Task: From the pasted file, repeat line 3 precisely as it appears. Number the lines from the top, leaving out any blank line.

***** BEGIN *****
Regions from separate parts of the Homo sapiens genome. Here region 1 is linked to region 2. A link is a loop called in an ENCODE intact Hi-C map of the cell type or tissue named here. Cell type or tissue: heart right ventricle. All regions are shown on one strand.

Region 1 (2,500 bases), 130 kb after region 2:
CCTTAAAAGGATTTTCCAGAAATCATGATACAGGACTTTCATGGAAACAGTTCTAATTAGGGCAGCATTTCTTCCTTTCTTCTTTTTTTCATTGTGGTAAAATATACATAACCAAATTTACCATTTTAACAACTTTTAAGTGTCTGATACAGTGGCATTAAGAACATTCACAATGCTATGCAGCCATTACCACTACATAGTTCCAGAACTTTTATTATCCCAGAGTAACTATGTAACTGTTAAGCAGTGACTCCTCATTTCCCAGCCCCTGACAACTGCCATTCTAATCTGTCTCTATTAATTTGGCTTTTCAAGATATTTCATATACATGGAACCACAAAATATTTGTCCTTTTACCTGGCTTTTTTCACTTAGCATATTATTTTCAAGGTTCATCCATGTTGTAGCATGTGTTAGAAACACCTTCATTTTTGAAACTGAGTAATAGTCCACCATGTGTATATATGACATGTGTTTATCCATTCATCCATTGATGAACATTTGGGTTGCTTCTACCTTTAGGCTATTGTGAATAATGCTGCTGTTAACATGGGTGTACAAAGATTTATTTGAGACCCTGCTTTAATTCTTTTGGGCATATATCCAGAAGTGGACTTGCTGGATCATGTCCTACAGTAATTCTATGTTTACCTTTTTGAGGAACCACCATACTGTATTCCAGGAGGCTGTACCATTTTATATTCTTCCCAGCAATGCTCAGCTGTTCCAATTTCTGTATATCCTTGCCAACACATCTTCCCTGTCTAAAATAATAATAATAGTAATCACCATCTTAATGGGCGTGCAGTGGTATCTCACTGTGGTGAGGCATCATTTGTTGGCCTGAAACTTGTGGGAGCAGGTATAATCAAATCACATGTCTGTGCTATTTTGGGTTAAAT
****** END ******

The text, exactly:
CCTTAAAAGGATTTTCCAGAAATCATGATACAGGACTTTCATGGAAACAGTTCTAATTAGGGCAGCATTTCTTCCTTTCTTCTTTTTTTCATTGTGGTAAAATATACATAACCAAATTTACCATTTTAACAACTTTTAAGTGTCTGATACAGTGGCATTAAGAACATTCACAATGCTATGCAGCCATTACCACTACATAGTTCCAGAACTTTTATTATCCCAGAGTAACTATGTAACTGTTAAGCAGTGACTCCTCATTTCCCAGCCCCTGACAACTGCCATTCTAATCTGTCTCTATTAATTTGGCTTTTCAAGATATTTCATATACATGGAACCACAAAATATTTGTCCTTTTACCTGGCTTTTTTCACTTAGCATATTATTTTCAAGGTTCATCCATGTTGTAGCATGTGTTAGAAACACCTTCATTTTTGAAACTGAGTAATAGTCCACCATGTGTATATATGACATGTGTTTATCCATTCATCCATTGATGAACATTTGGGTTGCTTCTACCTTTAGGCTATTGTGAATAATGCTGCTGTTAACATGGGTGTACAAAGATTTATTTGAGACCCTGCTTTAATTCTTTTGGGCATATATCCAGAAGTGGACTTGCTGGATCATGTCCTACAGTAATTCTATGTTTACCTTTTTGAGGAACCACCATACTGTATTCCAGGAGGCTGTACCATTTTATATTCTTCCCAGCAATGCTCAGCTGTTCCAATTTCTGTATATCCTTGCCAACACATCTTCCCTGTCTAAAATAATAATAATAGTAATCACCATCTTAATGGGCGTGCAGTGGTATCTCACTGTGGTGAGGCATCATTTGTTGGCCTGAAACTTGTGGGAGCAGGTATAATCAAATCACATGTCTGTGCTATTTTGGGTTAAAT